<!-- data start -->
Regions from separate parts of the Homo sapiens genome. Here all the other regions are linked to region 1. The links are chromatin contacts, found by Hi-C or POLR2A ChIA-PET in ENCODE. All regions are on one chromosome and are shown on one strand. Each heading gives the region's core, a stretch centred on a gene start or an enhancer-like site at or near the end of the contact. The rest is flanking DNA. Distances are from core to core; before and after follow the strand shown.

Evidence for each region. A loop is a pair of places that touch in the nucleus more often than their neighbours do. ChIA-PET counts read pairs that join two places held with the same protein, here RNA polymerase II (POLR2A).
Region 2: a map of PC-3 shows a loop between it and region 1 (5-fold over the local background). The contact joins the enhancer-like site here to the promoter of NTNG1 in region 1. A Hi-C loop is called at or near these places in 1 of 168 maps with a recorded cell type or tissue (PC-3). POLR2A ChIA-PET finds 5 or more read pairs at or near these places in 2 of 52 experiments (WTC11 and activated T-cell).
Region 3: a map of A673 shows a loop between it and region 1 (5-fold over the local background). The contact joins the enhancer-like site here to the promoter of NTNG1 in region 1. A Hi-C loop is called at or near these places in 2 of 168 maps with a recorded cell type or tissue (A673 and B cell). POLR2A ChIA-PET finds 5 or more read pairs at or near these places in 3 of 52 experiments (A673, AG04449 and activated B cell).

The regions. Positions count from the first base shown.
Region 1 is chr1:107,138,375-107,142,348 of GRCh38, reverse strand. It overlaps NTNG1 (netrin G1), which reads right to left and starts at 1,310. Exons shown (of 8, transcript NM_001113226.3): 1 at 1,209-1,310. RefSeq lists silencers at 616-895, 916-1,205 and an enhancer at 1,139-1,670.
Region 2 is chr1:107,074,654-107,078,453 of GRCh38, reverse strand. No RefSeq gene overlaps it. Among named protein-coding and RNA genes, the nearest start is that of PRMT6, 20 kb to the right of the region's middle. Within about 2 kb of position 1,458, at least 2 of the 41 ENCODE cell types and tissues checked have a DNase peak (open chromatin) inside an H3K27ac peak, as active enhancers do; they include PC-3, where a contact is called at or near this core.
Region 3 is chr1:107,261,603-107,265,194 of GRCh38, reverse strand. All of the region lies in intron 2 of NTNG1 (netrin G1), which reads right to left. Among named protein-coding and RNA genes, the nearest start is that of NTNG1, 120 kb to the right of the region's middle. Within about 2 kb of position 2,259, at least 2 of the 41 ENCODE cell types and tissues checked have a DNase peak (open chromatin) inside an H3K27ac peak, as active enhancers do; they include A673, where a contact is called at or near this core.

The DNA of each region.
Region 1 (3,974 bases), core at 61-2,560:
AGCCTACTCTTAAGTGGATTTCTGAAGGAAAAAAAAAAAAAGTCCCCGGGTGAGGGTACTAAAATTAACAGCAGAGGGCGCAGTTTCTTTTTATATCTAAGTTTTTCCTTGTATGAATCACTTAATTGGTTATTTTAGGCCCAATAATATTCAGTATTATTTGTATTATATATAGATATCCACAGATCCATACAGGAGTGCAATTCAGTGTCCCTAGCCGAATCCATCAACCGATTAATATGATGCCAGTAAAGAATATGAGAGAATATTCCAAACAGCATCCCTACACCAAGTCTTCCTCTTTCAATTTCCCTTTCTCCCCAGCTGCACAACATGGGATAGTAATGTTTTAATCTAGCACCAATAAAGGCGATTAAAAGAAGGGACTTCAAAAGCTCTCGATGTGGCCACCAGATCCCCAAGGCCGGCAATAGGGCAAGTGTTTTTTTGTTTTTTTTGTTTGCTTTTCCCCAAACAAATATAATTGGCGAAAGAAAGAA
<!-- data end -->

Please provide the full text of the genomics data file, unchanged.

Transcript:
Regions from separate parts of the Homo sapiens genome. Here all the other regions are linked to region 1. The links are chromatin contacts, found by Hi-C or POLR2A ChIA-PET in ENCODE. All regions are on one chromosome and are shown on one strand. Each heading gives the region's core, a stretch centred on a gene start or an enhancer-like site at or near the end of the contact. The rest is flanking DNA. Distances are from core to core; before and after follow the strand shown.

Evidence for each region. A loop is a pair of places that touch in the nucleus more often than their neighbours do. ChIA-PET counts read pairs that join two places held with the same protein, here RNA polymerase II (POLR2A).
Region 2: a map of PC-3 shows a loop between it and region 1 (5-fold over the local background). The contact joins the enhancer-like site here to the promoter of NTNG1 in region 1. A Hi-C loop is called at or near these places in 1 of 168 maps with a recorded cell type or tissue (PC-3). POLR2A ChIA-PET finds 5 or more read pairs at or near these places in 2 of 52 experiments (WTC11 and activated T-cell).
Region 3: a map of A673 shows a loop between it and region 1 (5-fold over the local background). The contact joins the enhancer-like site here to the promoter of NTNG1 in region 1. A Hi-C loop is called at or near these places in 2 of 168 maps with a recorded cell type or tissue (A673 and B cell). POLR2A ChIA-PET finds 5 or more read pairs at or near these places in 3 of 52 experiments (A673, AG04449 and activated B cell).

The regions. Positions count from the first base shown.
Region 1 is chr1:107,138,375-107,142,348 of GRCh38, reverse strand. It overlaps NTNG1 (netrin G1), which reads right to left and starts at 1,310. Exons shown (of 8, transcript NM_001113226.3): 1 at 1,209-1,310. RefSeq lists silencers at 616-895, 916-1,205 and an enhancer at 1,139-1,670.
Region 2 is chr1:107,074,654-107,078,453 of GRCh38, reverse strand. No RefSeq gene overlaps it. Among named protein-coding and RNA genes, the nearest start is that of PRMT6, 20 kb to the right of the region's middle. Within about 2 kb of position 1,458, at least 2 of the 41 ENCODE cell types and tissues checked have a DNase peak (open chromatin) inside an H3K27ac peak, as active enhancers do; they include PC-3, where a contact is called at or near this core.
Region 3 is chr1:107,261,603-107,265,194 of GRCh38, reverse strand. All of the region lies in intron 2 of NTNG1 (netrin G1), which reads right to left. Among named protein-coding and RNA genes, the nearest start is that of NTNG1, 120 kb to the right of the region's middle. Within about 2 kb of position 2,259, at least 2 of the 41 ENCODE cell types and tissues checked have a DNase peak (open chromatin) inside an H3K27ac peak, as active enhancers do; they include A673, where a contact is called at or near this core.

The DNA of each region.
Region 1 (3,974 bases), core at 61-2,560:
AGCCTACTCTTAAGTGGATTTCTGAAGGAAAAAAAAAAAAAGTCCCCGGGTGAGGGTACTAAAATTAACAGCAGAGGGCGCAGTTTCTTTTTATATCTAAGTTTTTCCTTGTATGAATCACTTAATTGGTTATTTTAGGCCCAATAATATTCAGTATTATTTGTATTATATATAGATATCCACAGATCCATACAGGAGTGCAATTCAGTGTCCCTAGCCGAATCCATCAACCGATTAATATGATGCCAGTAAAGAATATGAGAGAATATTCCAAACAGCATCCCTACACCAAGTCTTCCTCTTTCAATTTCCCTTTCTCCCCAGCTGCACAACATGGGATAGTAATGTTTTAATCTAGCACCAATAAAGGCGATTAAAAGAAGGGACTTCAAAAGCTCTCGATGTGGCCACCAGATCCCCAAGGCCGGCAATAGGGCAAGTGTTTTTTTGTTTTTTTTGTTTGCTTTTCCCCAAACAAATATAATTGGCGAAAGAAAGAA